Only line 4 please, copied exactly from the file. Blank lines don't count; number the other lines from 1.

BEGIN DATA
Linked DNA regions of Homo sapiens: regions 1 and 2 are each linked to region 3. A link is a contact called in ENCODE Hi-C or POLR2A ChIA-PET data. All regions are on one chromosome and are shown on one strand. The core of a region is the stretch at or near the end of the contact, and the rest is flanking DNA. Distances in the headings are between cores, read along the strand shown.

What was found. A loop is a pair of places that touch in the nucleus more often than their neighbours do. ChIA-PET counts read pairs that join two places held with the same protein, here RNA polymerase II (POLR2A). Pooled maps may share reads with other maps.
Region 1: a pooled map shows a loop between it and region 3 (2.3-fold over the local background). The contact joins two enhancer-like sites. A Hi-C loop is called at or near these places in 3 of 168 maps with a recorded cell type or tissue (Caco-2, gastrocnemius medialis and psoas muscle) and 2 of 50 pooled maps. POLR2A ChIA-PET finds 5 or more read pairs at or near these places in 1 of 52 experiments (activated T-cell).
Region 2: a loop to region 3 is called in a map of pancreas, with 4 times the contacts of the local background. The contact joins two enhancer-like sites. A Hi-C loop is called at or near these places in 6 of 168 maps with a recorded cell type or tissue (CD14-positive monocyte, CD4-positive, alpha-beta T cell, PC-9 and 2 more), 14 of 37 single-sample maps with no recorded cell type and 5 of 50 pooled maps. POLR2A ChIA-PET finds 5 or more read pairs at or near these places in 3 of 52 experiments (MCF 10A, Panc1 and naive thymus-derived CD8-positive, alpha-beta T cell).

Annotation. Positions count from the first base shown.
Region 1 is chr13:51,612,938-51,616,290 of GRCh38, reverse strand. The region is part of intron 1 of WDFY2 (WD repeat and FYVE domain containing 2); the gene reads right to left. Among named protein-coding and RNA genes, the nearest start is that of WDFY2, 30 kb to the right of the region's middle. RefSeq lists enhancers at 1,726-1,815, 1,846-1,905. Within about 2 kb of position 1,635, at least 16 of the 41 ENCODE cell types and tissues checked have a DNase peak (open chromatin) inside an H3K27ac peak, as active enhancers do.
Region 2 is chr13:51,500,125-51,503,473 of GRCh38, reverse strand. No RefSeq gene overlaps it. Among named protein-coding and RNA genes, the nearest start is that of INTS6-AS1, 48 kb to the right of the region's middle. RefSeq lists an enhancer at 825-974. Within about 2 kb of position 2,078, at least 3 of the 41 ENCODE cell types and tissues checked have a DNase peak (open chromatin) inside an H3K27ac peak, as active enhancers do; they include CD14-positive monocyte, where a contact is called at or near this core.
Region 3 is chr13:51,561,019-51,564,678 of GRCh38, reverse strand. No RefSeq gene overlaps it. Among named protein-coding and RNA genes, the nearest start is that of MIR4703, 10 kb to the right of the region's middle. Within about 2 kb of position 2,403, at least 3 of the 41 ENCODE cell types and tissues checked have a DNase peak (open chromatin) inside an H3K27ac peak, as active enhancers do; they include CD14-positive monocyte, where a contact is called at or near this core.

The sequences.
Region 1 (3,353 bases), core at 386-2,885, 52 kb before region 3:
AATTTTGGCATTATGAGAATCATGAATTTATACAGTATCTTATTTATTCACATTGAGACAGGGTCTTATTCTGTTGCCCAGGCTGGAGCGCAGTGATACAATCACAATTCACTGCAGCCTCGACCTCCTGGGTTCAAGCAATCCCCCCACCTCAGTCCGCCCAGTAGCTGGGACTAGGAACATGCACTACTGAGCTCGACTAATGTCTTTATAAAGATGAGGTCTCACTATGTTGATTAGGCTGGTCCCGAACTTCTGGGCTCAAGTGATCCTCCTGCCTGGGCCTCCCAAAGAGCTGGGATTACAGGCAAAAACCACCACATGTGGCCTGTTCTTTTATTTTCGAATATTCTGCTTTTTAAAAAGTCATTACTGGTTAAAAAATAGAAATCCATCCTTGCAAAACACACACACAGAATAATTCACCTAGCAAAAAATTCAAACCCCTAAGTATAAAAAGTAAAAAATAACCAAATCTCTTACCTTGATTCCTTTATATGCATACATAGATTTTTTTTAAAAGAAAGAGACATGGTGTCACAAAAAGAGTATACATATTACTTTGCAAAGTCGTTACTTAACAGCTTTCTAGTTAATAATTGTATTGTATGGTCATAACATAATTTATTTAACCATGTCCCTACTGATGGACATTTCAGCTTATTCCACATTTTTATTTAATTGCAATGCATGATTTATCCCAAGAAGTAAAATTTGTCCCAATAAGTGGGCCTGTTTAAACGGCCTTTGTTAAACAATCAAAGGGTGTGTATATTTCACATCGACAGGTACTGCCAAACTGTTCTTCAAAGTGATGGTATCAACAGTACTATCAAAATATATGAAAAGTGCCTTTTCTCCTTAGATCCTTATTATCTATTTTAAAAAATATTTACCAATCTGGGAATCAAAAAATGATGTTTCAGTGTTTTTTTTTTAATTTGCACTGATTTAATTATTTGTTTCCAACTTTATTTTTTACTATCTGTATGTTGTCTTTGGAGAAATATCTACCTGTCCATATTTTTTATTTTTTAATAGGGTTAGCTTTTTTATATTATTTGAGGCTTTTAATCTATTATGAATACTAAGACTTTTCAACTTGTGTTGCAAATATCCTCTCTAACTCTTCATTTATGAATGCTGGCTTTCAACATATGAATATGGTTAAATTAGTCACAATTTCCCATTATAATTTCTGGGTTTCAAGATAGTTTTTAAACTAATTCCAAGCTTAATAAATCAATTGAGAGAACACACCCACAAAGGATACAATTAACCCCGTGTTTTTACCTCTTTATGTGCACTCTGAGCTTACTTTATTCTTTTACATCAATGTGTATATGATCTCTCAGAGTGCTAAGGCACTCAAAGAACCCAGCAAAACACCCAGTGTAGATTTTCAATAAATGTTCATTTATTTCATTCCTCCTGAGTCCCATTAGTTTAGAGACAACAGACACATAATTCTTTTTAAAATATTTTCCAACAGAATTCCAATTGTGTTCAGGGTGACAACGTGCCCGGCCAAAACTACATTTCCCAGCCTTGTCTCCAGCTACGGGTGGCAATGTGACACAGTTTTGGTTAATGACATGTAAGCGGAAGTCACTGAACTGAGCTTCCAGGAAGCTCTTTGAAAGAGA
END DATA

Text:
Region 2: a loop to region 3 is called in a map of pancreas, with 4 times the contacts of the local background. The contact joins two enhancer-like sites. A Hi-C loop is called at or near these places in 6 of 168 maps with a recorded cell type or tissue (CD14-positive monocyte, CD4-positive, alpha-beta T cell, PC-9 and 2 more), 14 of 37 single-sample maps with no recorded cell type and 5 of 50 pooled maps. POLR2A ChIA-PET finds 5 or more read pairs at or near these places in 3 of 52 experiments (MCF 10A, Panc1 and naive thymus-derived CD8-positive, alpha-beta T cell).